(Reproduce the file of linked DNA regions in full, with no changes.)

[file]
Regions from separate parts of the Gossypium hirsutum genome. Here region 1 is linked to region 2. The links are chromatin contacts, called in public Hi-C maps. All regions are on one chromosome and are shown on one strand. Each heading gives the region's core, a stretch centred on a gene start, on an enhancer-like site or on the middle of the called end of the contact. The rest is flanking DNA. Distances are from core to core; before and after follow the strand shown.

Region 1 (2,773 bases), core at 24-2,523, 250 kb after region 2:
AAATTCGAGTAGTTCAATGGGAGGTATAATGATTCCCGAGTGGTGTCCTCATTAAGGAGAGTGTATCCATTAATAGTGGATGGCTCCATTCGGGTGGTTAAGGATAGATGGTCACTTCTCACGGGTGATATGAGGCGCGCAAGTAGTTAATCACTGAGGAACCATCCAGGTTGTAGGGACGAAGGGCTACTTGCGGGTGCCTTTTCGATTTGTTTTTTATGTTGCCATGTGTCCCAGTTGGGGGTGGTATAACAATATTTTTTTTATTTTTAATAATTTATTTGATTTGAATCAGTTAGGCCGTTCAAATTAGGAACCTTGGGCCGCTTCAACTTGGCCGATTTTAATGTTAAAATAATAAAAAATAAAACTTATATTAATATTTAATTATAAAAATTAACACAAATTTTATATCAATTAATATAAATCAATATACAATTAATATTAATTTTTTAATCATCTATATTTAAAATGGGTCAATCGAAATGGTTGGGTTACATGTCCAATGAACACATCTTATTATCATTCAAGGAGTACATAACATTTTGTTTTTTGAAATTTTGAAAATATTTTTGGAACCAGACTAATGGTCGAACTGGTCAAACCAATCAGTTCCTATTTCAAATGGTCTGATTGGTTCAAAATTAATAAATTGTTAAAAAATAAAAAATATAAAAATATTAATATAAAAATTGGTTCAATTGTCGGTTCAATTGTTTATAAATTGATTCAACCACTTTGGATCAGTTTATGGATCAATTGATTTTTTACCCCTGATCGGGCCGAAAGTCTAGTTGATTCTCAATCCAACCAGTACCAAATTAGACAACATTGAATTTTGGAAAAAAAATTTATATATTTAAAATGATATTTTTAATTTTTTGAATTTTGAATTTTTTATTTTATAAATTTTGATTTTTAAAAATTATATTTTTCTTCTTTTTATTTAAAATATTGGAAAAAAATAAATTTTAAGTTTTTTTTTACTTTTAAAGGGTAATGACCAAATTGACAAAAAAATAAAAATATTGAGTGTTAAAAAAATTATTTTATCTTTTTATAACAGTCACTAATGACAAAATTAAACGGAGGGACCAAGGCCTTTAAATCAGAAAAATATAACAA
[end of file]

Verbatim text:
Regions from separate parts of the Gossypium hirsutum genome. Here region 1 is linked to region 2. The links are chromatin contacts, called in public Hi-C maps. All regions are on one chromosome and are shown on one strand. Each heading gives the region's core, a stretch centred on a gene start, on an enhancer-like site or on the middle of the called end of the contact. The rest is flanking DNA. Distances are from core to core; before and after follow the strand shown.

Region 1 (2,773 bases), core at 24-2,523, 250 kb after region 2:
AAATTCGAGTAGTTCAATGGGAGGTATAATGATTCCCGAGTGGTGTCCTCATTAAGGAGAGTGTATCCATTAATAGTGGATGGCTCCATTCGGGTGGTTAAGGATAGATGGTCACTTCTCACGGGTGATATGAGGCGCGCAAGTAGTTAATCACTGAGGAACCATCCAGGTTGTAGGGACGAAGGGCTACTTGCGGGTGCCTTTTCGATTTGTTTTTTATGTTGCCATGTGTCCCAGTTGGGGGTGGTATAACAATATTTTTTTTATTTTTAATAATTTATTTGATTTGAATCAGTTAGGCCGTTCAAATTAGGAACCTTGGGCCGCTTCAACTTGGCCGATTTTAATGTTAAAATAATAAAAAATAAAACTTATATTAATATTTAATTATAAAAATTAACACAAATTTTATATCAATTAATATAAATCAATATACAATTAATATTAATTTTTTAATCATCTATATTTAAAATGGGTCAATCGAAATGGTTGGGTTACATGTCCAATGAACACATCTTATTATCATTCAAGGAGTACATAACATTTTGTTTTTTGAAATTTTGAAAATATTTTTGGAACCAGACTAATGGTCGAACTGGTCAAACCAATCAGTTCCTATTTCAAATGGTCTGATTGGTTCAAAATTAATAAATTGTTAAAAAATAAAAAATATAAAAATATTAATATAAAAATTGGTTCAATTGTCGGTTCAATTGTTTATAAATTGATTCAACCACTTTGGATCAGTTTATGGATCAATTGATTTTTTACCCCTGATCGGGCCGAAAGTCTAGTTGATTCTCAATCCAACCAGTACCAAATTAGACAACATTGAATTTTGGAAAAAAAATTTATATATTTAAAATGATATTTTTAATTTTTTGAATTTTGAATTTTTTATTTTATAAATTTTGATTTTTAAAAATTATATTTTTCTTCTTTTTATTTAAAATATTGGAAAAAAATAAATTTTAAGTTTTTTTTTACTTTTAAAGGGTAATGACCAAATTGACAAAAAAATAAAAATATTGAGTGTTAAAAAAATTATTTTATCTTTTTATAACAGTCACTAATGACAAAATTAAACGGAGGGACCAAGGCCTTTAAATCAGAAAAATATAACAA